St. Francis de Sales said, “Nothing is so strong as gentleness, nothing so gentle as real strength.” I have had the honor to work with and know some true men in the Army and FBI. Those quiet professionals and tender warriors embody St. Francis’ words. They live them each day. They stand in stark contrast to what many in the world define as “manliness.”
As we are constantly bombarded with news, tweets, and social media stories about the events in the world, I find it necessary to reflect on the “real” men I’ve had the privilege to know. One of those men, my art history professor at West Point, spoke five languages, served multiple tours in Vietnam, and had a PhD in literature. He pointed out that many of the paintings and sculptures of great warriors show them reading while their weapons are slung across their backs. They did not find joy in fighting, but did so when called upon. When given the chance, they chose art, family, music and literature over war. The warriors I know are the toughest of men by the world’s standards, but are also the most tender.
I am saddened to watch those who our media often presents as men. Too often they are the antithesis of the real men I’ve known. The warriors I know do not bully, they cherish. They are not cruel, but caring. These men inspire instead of insult. They mentor where others intimidate. They do not need to explain they are strong. They simply are. As we seek role models and leaders, we need to start looking for those who are gentle. For in them, we will undoubtedly find real strength.
I’ve spent much time recently reflecting on my last post, “Brief Rebirth,” and our collective need for more frequent spiritual renewal and emotional rebirth. In a society filled with non-stop news, tweets, and an endless supply of divisiveness, our choice of “input” matters. Thanks to technology that brought many improvements, we can also click one button and be directed to bad news, hateful speech, and a variety of information that drains our souls and inevitably turns us against one another. The bad will remain available to us, but so will art.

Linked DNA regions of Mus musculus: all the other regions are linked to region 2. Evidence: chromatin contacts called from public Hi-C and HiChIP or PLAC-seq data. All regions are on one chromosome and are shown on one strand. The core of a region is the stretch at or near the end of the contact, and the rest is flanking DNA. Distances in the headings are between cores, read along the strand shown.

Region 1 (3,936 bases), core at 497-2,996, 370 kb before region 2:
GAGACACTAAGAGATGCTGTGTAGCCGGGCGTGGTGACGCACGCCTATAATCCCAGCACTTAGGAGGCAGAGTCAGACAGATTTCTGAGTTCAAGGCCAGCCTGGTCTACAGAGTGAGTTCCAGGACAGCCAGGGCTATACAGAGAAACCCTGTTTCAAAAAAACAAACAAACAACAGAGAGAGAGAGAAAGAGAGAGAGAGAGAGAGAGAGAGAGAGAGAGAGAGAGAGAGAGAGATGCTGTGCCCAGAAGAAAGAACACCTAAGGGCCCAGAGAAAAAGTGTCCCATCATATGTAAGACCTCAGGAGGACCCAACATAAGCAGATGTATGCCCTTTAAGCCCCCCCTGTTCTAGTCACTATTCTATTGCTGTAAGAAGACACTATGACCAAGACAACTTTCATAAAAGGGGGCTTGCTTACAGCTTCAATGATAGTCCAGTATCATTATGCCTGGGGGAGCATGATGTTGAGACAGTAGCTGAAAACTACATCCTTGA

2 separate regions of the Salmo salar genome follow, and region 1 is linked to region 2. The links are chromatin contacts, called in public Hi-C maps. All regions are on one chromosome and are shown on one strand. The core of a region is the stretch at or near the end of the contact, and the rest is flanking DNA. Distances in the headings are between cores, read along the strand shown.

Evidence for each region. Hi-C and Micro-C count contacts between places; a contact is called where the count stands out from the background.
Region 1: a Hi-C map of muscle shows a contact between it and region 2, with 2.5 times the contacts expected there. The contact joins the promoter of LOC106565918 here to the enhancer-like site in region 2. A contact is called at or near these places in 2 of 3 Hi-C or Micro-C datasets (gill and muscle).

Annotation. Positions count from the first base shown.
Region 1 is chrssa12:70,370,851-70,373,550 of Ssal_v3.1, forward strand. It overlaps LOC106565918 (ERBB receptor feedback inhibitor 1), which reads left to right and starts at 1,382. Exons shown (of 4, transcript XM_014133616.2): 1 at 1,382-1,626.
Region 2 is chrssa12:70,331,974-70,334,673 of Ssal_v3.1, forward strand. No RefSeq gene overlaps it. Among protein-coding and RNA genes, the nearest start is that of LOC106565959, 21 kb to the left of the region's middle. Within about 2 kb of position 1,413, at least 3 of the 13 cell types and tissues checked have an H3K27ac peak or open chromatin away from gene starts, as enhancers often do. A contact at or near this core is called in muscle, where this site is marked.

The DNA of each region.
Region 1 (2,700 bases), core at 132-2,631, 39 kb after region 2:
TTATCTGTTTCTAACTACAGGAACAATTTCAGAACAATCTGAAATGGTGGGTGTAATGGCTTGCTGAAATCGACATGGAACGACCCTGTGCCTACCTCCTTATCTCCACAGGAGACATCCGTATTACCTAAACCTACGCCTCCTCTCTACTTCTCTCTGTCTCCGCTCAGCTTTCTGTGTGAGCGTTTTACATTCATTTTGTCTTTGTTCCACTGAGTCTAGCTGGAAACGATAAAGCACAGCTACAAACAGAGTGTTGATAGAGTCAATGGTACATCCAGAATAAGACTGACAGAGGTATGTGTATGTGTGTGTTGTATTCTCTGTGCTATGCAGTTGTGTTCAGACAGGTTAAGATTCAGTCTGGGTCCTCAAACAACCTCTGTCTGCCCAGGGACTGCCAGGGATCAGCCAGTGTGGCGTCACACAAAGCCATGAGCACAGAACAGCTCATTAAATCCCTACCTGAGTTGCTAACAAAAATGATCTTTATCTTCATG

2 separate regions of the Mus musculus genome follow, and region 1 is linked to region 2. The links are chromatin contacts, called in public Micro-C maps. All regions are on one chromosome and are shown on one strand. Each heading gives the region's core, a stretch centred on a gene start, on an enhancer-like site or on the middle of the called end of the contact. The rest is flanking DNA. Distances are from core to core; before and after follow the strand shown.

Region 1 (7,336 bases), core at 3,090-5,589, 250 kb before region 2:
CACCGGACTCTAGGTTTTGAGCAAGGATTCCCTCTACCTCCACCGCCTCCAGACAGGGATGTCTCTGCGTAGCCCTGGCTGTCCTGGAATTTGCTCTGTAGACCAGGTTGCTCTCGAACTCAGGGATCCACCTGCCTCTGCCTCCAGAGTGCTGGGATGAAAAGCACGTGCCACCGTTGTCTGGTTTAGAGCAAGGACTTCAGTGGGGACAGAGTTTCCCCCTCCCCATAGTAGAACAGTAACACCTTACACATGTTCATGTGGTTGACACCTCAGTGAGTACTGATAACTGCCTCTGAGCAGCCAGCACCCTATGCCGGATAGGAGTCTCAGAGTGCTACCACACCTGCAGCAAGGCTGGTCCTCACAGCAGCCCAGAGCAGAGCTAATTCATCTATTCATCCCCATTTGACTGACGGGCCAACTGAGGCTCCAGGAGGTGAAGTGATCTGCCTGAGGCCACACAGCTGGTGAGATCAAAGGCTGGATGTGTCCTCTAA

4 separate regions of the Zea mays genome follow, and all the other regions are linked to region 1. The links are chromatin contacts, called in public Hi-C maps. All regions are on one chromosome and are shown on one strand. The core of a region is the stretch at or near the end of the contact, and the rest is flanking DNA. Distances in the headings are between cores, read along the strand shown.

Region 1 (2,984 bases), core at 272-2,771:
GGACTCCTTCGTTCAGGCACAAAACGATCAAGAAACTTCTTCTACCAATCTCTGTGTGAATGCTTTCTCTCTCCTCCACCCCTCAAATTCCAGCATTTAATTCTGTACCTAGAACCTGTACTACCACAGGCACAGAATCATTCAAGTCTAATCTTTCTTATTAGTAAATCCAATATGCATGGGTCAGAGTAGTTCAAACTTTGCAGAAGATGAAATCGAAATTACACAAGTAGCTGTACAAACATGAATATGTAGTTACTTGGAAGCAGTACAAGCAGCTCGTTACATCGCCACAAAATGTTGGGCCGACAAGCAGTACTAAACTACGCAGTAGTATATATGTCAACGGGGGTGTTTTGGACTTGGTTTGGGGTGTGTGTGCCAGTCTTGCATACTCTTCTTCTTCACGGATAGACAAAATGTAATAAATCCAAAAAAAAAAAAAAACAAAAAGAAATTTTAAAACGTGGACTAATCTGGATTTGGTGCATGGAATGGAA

Several days ago I heard Mozart’s Requiem Mass in the Basilica of Saint James in Old Town Prague. Afterword, I compared what I thought of mankind and others around me with my feelings after reading the day’s news. As Mozart washed over my soul, I felt the beauty of mankind, the goodness of others, and sat in awe as a young woman in front of me signed the Requiem to the deaf girl next to her. At that moment I was incapable of feeling divisiveness, anger, or fear. The music and the art around me had overpowered those emotions and replaced them with those I aspire to experience constantly. Don’t we all long to feel that way more often?
While searching for quotes that might express my feelings more eloquently, I read inspiring words by Beethoven, Plato, Shakespeare, and many others. I settled on Bono who said, “Music can change the world because it can change people.” I believe it and all art can, even if for just a moment. When we choose music and art over tweets and bad news, we fill ourselves with fuel that empowers and inspires us to make the world better. Spend a day or a week choosing art and music over tweets and links, and I assure you, the world will suddenly appear infinitely more wonderful.